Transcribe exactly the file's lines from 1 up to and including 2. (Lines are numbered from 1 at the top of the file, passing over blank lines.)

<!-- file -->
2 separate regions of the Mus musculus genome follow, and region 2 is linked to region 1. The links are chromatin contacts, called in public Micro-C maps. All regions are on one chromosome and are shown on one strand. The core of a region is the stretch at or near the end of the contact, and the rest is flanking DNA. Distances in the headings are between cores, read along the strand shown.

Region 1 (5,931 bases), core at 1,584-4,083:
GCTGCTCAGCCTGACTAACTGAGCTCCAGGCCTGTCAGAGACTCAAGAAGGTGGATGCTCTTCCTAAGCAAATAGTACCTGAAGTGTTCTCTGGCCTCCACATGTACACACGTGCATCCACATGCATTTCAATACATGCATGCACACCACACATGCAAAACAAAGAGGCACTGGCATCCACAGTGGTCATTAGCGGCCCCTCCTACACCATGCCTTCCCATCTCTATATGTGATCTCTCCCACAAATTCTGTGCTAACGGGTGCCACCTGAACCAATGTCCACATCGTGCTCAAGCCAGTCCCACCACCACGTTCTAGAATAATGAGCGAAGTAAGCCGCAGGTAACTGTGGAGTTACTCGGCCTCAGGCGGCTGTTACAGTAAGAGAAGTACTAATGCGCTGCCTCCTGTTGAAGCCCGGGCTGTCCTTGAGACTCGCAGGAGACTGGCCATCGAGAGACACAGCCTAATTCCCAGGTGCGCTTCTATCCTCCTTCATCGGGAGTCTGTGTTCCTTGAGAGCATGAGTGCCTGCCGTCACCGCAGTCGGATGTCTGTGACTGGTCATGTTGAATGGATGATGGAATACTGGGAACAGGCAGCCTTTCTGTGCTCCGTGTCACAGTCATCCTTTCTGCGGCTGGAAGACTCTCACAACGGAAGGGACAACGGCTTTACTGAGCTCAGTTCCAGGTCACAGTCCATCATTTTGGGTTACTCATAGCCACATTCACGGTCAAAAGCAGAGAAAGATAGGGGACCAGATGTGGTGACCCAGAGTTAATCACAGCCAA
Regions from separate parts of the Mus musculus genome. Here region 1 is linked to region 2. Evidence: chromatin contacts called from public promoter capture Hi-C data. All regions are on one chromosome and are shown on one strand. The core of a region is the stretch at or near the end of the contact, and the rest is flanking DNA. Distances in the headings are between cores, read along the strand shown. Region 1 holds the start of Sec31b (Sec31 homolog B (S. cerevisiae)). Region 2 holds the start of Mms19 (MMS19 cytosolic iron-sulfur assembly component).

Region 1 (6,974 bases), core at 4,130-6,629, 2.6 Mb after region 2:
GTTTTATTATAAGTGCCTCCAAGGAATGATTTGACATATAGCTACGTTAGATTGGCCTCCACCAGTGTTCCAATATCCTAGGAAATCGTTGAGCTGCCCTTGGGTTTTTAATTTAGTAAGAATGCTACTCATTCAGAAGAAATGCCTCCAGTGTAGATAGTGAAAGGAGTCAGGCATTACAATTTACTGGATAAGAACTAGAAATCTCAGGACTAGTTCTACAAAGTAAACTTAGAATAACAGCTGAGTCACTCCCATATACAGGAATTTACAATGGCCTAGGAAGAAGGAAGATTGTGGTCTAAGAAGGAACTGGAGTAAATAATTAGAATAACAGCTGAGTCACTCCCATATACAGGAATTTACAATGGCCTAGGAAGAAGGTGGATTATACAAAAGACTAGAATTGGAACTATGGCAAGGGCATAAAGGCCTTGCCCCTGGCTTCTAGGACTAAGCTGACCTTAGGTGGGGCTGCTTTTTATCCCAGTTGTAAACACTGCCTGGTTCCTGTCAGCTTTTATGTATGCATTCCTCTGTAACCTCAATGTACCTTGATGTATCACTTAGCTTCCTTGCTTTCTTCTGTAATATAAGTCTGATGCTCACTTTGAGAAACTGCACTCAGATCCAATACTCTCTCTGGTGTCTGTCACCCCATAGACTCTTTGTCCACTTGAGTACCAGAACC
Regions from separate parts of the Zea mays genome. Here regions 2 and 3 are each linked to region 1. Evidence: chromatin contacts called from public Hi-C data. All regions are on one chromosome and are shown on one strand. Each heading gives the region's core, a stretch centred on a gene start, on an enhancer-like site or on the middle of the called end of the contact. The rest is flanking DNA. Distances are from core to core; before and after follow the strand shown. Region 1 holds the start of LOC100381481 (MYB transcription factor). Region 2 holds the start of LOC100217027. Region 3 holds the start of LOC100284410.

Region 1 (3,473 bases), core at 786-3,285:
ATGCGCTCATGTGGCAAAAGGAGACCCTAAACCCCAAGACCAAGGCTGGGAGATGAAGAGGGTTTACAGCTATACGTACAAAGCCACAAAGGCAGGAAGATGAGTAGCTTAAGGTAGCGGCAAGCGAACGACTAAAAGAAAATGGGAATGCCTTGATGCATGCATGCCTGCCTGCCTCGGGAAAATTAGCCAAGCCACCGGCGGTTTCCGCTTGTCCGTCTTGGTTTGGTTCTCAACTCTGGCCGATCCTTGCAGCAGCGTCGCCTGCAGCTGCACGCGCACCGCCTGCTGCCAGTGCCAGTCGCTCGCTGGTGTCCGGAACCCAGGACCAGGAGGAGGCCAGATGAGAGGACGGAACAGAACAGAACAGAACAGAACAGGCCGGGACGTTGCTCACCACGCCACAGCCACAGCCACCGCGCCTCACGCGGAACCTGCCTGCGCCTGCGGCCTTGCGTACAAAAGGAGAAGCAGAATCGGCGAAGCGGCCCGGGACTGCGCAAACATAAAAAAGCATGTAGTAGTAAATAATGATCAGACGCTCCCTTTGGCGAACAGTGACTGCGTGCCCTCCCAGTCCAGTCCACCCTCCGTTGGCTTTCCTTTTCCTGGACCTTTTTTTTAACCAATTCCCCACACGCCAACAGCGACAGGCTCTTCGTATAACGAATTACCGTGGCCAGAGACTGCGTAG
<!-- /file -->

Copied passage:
2 separate regions of the Mus musculus genome follow, and region 2 is linked to region 1. The links are chromatin contacts, called in public Micro-C maps. All regions are on one chromosome and are shown on one strand. The core of a region is the stretch at or near the end of the contact, and the rest is flanking DNA. Distances in the headings are between cores, read along the strand shown.

Region 1 (5,931 bases), core at 1,584-4,083: